Identifying Popular Home Styles

Identifying Popular Home Styles

By Lisa Howard

YOUR HOME SAYS A LOT ABOUT YOU, from the way it’s decorated to what kinds of amenities you prefer. But maybe the most important factor about any house is its style — how the house is structured is a fundamental consideration. Whether it’s your first or third home, you want to know what you’re looking at when you start scouring home listings.

Fortunately, buyers in Huntington Woods, Pleasant Ridge, Berkley, Ferndale and Oak Park have several popular styles to choose from.

“The interesting thing about both Huntington Woods and Pleasant Ridge is that the majority of the homes there are different,” says Tim Murad, a realtor with Keller Williams who lives in Berkley. “‘Eclectic’ is the word I’d use. Both of those communities are higher-end, with custom-designed homes.”

In Berkley and Ferndale, the most prevalent home style is a BUNGALOW, also called a “ story-and-a-half” because the upstairs is only half a floor, due to the roof slope. Bungalows usually have two bedrooms, a bath, a kitchen and a living space on the first floor plus an additional bedroom/ office upstairs. (Most bungalows were built during the post-WWII years and might not have a fully-finished second floor.) These homes are more affordable and are especially popular with first-time buyers. Then again, most bungalows lack a bathroom on the second level, which can be a dealbreaker for some buyers.

IN CONTRAST, A COLONIAL IS CONSIDERED TO BE A FULL TWO-STORY HOME. Found throughout the five cities, colonials traditionally have a kitchen and living space on the first floor and bedrooms and a full bath (or two) upstairs. SPLIT-LEVEL HOMES are multi-story: A bi-level has two stories, a tri-level has three, and a quad-level has four. One side of the house is lowered or raised to half of the floor height and short runs of stairs are placed in the middle of the house to facilitate getting to the other levels. While some buyers won’t consider a bi- or tri-level home due to lack of storage space, quad-levels usually have basements. And some buyers explicitly seek out split-level homes because of their mid-century vibe. Oak Park in particular is a very diverse community, Tim points out, with mid-century modern homes nestled into neighborhoods featuring bungalows, colonials, and ranches.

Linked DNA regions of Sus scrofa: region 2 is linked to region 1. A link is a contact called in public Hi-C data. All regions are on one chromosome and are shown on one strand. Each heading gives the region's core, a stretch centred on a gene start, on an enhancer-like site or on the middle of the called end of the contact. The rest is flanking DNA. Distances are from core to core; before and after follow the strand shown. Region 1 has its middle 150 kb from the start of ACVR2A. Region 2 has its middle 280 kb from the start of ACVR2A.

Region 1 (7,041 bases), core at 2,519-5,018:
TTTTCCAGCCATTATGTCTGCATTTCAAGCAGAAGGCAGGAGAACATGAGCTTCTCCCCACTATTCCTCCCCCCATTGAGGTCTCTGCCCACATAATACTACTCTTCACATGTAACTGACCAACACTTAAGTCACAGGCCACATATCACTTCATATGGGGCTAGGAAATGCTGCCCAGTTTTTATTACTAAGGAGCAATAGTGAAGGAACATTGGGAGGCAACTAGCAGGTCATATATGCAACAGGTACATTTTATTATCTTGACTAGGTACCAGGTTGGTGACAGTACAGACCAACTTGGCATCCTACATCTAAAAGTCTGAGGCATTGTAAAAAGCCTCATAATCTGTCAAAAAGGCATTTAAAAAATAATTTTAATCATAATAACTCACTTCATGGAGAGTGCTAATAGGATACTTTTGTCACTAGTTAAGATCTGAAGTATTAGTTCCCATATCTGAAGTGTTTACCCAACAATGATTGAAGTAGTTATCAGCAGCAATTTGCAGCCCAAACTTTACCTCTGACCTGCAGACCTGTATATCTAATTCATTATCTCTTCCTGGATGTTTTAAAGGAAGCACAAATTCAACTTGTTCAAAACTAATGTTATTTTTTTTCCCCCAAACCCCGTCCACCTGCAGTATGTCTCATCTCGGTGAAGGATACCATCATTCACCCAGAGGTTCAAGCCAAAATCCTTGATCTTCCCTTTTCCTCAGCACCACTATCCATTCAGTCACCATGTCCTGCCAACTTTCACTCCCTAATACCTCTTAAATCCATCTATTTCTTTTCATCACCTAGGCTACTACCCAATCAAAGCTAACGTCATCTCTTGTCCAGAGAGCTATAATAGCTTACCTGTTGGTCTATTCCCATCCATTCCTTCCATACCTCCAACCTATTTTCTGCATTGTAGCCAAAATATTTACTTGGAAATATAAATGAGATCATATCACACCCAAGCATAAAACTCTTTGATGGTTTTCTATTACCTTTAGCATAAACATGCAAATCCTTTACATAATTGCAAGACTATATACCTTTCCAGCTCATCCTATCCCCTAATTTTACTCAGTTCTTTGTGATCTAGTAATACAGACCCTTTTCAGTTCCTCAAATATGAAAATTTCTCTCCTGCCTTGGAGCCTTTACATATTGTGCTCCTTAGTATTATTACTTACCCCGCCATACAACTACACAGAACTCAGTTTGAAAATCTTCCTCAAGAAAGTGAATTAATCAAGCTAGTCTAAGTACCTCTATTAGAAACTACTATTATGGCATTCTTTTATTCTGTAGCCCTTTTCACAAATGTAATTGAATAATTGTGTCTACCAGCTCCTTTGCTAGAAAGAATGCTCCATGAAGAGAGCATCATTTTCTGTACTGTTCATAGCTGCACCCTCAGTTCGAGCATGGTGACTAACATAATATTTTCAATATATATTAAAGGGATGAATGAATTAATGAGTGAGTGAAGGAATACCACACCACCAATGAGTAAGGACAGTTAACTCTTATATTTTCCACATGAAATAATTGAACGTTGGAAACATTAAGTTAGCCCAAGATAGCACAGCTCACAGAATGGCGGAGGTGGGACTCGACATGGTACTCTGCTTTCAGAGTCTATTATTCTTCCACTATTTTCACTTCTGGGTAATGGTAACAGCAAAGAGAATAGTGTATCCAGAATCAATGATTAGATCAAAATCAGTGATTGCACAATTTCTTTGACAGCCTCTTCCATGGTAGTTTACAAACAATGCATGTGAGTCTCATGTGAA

RANCH homes are single-story homes where a family can live and parents can age in place,” Tim says. “We’re finding that baby boomers are looking to sell their colonial or bungalow and downsize to a ranch, especially a ranch with a basement.” However, ranches do tend to require bigger lots, so you usually have a larger yard to care for. If you’re a gardener, that’s a plus! If you hate mowing and shoveling, that might be unattractive.

One way to get maximum interior space with minimal exterior upkeep is to look for a large-footprint colonial built on a lot formerly occupied by a bungalow — then you’ll have more house and less yard. But most importantly, think about which style would best suit your needs and your budget.

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